The lack of ambition shown by the treatment system in the past is echoed by the Work Programme today. The many barriers to employment faced by people with serious drug and alcohol problems make them a very poor prospect for Work Programme providers who typically react by parking them in low-cost minimum intervention options so that they can concentrate their scarce resources on people much easier to place into employment and who will yield income. Even when employment can be accessed it will often require long-term, expensive support and will be of little intrinsic value.
Using people's complex needs to write them off is as short-sighted as it is morally dubious. Although complexity may be typical it is not universal. Many thousands of individuals, particularly those who overcome alcohol dependency, have lengthy work histories and valuable employment skills equipping them for a speedy successful return to employment. Some individuals will transcend the most difficult barriers to turn their lives around. More fundamentally no individual, no matter how far they are from the labour market, should be denied the opportunity to reach out for the dignity and satisfaction of earning their own living. This applies not just to those recovering from addiction but also to other excluded groups like former offenders, the homeless, and people with mental health problems.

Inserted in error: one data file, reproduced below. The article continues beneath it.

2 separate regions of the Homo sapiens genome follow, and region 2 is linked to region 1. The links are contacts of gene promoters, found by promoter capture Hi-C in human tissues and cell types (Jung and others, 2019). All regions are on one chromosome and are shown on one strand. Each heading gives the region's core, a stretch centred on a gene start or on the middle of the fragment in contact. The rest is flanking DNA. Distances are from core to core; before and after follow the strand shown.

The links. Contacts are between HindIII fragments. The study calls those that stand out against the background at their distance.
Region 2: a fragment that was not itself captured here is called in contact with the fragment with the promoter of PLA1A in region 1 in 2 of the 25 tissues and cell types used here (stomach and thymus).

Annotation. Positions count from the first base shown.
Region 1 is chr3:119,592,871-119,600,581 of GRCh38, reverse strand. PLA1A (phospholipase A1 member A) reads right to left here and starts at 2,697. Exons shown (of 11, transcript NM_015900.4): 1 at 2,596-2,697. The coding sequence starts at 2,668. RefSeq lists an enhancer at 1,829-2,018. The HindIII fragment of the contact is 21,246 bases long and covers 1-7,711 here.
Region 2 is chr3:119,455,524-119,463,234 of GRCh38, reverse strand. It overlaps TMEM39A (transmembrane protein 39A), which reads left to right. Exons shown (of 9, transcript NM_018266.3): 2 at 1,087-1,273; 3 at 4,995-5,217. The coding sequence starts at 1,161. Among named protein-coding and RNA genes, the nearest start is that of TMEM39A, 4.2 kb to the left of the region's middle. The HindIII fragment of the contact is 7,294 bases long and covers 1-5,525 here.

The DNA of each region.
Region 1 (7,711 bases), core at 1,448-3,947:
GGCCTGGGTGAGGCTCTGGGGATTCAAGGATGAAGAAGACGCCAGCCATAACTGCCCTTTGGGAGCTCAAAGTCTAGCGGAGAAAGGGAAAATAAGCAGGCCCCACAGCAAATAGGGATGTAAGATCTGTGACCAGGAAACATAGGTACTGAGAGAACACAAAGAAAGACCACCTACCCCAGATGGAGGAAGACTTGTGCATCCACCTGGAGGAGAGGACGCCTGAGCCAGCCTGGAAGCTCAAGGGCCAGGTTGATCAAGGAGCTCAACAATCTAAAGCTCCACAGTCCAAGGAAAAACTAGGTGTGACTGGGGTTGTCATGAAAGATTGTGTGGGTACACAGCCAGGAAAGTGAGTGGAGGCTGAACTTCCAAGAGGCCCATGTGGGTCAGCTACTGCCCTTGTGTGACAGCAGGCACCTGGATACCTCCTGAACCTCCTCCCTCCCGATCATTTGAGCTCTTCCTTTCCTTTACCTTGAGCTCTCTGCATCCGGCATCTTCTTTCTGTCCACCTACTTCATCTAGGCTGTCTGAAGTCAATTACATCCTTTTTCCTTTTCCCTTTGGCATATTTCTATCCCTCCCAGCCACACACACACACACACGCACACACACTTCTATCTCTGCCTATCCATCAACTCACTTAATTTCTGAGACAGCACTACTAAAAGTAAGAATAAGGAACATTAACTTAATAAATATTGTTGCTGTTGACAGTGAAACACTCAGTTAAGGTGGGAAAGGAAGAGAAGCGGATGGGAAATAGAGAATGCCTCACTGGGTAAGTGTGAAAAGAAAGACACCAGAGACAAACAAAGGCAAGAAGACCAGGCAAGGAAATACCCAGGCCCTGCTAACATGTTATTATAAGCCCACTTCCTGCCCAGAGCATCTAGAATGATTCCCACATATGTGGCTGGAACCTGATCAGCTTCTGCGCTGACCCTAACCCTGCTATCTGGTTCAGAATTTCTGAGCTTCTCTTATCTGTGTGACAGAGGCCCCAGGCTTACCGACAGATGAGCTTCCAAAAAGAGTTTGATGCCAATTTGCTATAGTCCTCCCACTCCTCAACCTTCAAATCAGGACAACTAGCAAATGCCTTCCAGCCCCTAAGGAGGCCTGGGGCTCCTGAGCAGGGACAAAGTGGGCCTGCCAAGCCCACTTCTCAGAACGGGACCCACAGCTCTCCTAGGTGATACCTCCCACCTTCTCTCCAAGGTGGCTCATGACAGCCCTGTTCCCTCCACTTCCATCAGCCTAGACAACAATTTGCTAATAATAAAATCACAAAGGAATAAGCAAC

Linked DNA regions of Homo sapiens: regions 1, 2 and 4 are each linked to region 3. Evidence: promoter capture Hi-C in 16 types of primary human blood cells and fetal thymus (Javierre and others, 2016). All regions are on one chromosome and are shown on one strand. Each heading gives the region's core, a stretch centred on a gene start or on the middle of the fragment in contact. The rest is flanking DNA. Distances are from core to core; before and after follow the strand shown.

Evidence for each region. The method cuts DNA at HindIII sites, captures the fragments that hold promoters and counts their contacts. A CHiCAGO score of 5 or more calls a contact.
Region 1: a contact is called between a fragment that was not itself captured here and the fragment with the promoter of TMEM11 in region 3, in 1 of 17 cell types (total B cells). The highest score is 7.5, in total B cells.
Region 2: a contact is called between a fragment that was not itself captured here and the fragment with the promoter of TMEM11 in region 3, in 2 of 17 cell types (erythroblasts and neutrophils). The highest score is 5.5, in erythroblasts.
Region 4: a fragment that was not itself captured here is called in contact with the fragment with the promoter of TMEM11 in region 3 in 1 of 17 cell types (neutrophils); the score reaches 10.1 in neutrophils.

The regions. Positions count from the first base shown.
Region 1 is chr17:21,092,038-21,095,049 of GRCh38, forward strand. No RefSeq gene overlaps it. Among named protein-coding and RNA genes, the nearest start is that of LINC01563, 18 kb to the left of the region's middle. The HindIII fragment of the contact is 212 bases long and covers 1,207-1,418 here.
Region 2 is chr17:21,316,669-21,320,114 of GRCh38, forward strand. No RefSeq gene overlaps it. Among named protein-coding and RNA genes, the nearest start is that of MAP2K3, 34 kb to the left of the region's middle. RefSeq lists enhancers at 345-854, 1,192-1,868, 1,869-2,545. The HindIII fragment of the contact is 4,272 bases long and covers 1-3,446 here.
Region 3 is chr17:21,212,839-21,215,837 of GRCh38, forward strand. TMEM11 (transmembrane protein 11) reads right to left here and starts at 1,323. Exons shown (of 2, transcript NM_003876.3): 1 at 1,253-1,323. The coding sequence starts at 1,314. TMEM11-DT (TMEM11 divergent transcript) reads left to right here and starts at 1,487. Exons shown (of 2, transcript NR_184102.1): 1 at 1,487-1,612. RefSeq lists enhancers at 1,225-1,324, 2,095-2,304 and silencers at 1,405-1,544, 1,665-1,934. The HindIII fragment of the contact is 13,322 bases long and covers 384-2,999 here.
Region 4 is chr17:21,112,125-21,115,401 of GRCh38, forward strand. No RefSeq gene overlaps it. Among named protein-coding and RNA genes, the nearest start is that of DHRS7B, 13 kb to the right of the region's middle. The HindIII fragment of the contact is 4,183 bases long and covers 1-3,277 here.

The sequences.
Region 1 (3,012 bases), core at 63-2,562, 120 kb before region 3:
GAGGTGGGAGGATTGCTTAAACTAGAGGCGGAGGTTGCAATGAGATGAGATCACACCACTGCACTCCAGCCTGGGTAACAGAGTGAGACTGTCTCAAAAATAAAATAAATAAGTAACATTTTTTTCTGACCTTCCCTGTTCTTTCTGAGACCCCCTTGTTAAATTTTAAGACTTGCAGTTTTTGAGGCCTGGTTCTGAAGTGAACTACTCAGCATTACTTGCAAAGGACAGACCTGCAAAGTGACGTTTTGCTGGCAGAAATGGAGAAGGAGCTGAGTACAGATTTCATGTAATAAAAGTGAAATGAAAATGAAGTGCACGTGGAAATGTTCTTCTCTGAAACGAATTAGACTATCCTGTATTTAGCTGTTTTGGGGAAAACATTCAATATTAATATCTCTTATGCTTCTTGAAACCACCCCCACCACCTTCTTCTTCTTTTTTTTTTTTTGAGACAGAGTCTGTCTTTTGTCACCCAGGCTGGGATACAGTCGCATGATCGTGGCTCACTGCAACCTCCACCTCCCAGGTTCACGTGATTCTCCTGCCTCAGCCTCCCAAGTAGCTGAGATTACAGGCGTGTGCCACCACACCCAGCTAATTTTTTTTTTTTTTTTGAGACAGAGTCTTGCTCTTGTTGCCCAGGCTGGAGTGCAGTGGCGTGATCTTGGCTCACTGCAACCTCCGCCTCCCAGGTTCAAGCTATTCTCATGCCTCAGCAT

The Black review presents us with an opportunity to build political momentum to overcome the policy inertia which has undermined efforts to improve the employability of all excluded groups under successive governments over many decades. It is an opportunity the treatment sector needs to seize.